It’s been many weeks now since Social Distancing came into effect due to the COVID-19 pandemic. Many of us have experienced a roller-coaster of emotions and mood shifts so far – be it due to the pandemic itself, or pre-existing mental health issues that intensified during this time. Top all that with worries about our families, our friends or our job and it becomes suffocating. Suddenly, most of your freedom went away (for legit reasons), and the idea that you can’t go outside without it being necessary became a hard to swallow pill.
But how do you cope with something you’ve never experienced before? Simply put: the same way you always do – improvise, adapt, overcome. And be kind to yourself along the way!
Over the past six weeks I went from focusing on what I can control and making the best of it, to feeling super anxious and having migraines for consecutive days. I’m a little better now, and have enough mental space to acknowledge that again I need to start putting in the work to keep my anxiety disorder in check, and be kinder with myself. I’m no expert when it comes to this topic, but I’ve spent many years being kind to others so I think I have a few great tips up my sleeve to share with you:
1. Plan ahead
Most of the time you won’t be able to prevent having a shit day, a meltdown or your anxiety going from 1 to 10 in a matter of minutes because someone said something nasty to you in an email. However, if “present you” organizes stuff in order of priority and makes small decisions for “future you”, this will prepare you for the eventuality of shit hitting the fan at work, in your personal time or both.
Sometimes your day starts shitty and ends the same, or it starts well and ends shitty, or it starts shitty and ends well – you get my point. We can’t control most of the factors that make our lives miserable – but we can control what we do to make it better. When you have a day/week that is planned in advance (which you can also adjust as you go), and you learn to counterbalance the negativity of what went wrong with attempts to make yourself feel better, chances are that your mood will improve. I mean, being miserable definitely feels nicer in a bubble bath.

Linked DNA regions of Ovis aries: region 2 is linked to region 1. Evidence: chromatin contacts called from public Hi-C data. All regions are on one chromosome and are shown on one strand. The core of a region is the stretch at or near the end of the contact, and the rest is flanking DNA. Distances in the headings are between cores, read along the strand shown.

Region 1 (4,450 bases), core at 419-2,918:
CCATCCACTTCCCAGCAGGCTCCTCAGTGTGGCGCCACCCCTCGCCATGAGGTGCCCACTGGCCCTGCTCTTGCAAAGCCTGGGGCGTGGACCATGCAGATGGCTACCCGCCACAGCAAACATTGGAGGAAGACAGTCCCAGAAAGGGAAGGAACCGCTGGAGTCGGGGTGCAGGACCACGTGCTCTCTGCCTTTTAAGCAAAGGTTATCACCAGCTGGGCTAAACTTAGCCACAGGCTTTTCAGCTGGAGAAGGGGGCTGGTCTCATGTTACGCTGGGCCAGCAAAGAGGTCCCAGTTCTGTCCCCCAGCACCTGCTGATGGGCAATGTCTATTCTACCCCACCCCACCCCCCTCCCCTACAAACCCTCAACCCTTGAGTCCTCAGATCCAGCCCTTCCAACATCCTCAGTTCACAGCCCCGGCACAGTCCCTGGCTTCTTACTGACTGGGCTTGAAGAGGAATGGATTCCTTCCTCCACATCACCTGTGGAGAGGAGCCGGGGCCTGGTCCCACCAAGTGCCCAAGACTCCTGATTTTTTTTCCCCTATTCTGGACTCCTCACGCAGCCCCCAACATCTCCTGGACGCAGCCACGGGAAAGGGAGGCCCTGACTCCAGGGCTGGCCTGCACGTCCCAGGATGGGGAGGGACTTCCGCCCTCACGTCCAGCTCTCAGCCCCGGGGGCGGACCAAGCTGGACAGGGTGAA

2. Make Time for Alone Time
For those of you who have roommates or live with your family, this might be more difficult to achieve – but hopefully, not impossible. You can have some alone time even in a room full of people… by using the right noise cancelling headphones (wink, wink).
Solitude can help you get the mental space you need to figure out how you feel or make decisions for yourself without people buzzing in your ear. It’s also a great way to recharge, wind down after a long day and enjoy your own company and thoughts.
3. Say no to say yes
There are still just as many hours in a day as there were before this pandemic. So the key here is to be mindful, adaptable and accommodating with everything that gets thrown at you.